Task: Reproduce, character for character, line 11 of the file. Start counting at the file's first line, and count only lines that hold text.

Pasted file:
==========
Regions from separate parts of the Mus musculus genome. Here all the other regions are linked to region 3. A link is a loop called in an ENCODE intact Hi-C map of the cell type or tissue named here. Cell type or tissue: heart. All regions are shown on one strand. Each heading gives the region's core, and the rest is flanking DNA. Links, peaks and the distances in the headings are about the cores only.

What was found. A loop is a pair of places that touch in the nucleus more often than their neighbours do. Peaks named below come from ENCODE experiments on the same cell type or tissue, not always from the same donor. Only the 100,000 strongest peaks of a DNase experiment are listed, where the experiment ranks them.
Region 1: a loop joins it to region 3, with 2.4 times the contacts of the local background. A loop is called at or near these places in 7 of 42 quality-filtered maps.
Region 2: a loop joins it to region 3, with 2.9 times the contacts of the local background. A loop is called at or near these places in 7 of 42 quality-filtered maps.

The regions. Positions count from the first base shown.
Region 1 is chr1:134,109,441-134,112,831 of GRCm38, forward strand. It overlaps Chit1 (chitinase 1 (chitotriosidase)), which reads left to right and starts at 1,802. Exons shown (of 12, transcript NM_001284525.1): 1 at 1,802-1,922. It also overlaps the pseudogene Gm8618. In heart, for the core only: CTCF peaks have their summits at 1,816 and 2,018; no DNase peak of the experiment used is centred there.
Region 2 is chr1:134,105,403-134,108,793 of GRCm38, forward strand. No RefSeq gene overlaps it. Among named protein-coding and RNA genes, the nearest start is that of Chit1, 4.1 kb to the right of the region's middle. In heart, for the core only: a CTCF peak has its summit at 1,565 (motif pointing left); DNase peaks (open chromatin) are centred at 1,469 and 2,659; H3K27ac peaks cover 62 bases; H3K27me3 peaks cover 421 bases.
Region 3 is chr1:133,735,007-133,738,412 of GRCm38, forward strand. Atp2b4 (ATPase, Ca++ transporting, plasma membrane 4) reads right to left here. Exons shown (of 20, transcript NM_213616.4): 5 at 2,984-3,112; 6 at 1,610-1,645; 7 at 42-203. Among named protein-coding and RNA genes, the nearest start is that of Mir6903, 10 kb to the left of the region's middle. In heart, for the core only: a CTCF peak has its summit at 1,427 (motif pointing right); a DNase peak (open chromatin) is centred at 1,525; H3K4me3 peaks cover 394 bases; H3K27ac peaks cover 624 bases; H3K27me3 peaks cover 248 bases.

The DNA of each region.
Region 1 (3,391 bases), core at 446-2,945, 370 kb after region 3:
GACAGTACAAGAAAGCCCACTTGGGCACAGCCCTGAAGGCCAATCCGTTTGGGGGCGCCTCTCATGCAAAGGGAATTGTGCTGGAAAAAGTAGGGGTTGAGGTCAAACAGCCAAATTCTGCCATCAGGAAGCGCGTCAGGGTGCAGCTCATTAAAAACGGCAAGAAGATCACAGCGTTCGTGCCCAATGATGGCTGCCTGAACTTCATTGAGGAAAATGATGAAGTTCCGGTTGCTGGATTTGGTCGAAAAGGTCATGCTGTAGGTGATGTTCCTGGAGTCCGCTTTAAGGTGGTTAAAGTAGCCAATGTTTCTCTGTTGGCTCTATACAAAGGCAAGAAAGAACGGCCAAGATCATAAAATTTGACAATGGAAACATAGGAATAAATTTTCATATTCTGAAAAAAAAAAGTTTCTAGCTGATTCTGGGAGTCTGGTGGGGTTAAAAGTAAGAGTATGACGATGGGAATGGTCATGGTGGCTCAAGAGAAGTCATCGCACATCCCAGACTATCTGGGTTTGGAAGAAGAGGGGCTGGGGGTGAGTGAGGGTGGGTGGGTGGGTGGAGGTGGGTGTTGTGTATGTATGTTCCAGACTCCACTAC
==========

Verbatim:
GACAGTACAAGAAAGCCCACTTGGGCACAGCCCTGAAGGCCAATCCGTTTGGGGGCGCCTCTCATGCAAAGGGAATTGTGCTGGAAAAAGTAGGGGTTGAGGTCAAACAGCCAAATTCTGCCATCAGGAAGCGCGTCAGGGTGCAGCTCATTAAAAACGGCAAGAAGATCACAGCGTTCGTGCCCAATGATGGCTGCCTGAACTTCATTGAGGAAAATGATGAAGTTCCGGTTGCTGGATTTGGTCGAAAAGGTCATGCTGTAGGTGATGTTCCTGGAGTCCGCTTTAAGGTGGTTAAAGTAGCCAATGTTTCTCTGTTGGCTCTATACAAAGGCAAGAAAGAACGGCCAAGATCATAAAATTTGACAATGGAAACATAGGAATAAATTTTCATATTCTGAAAAAAAAAAGTTTCTAGCTGATTCTGGGAGTCTGGTGGGGTTAAAAGTAAGAGTATGACGATGGGAATGGTCATGGTGGCTCAAGAGAAGTCATCGCACATCCCAGACTATCTGGGTTTGGAAGAAGAGGGGCTGGGGGTGAGTGAGGGTGGGTGGGTGGGTGGAGGTGGGTGTTGTGTATGTATGTTCCAGACTCCACTAC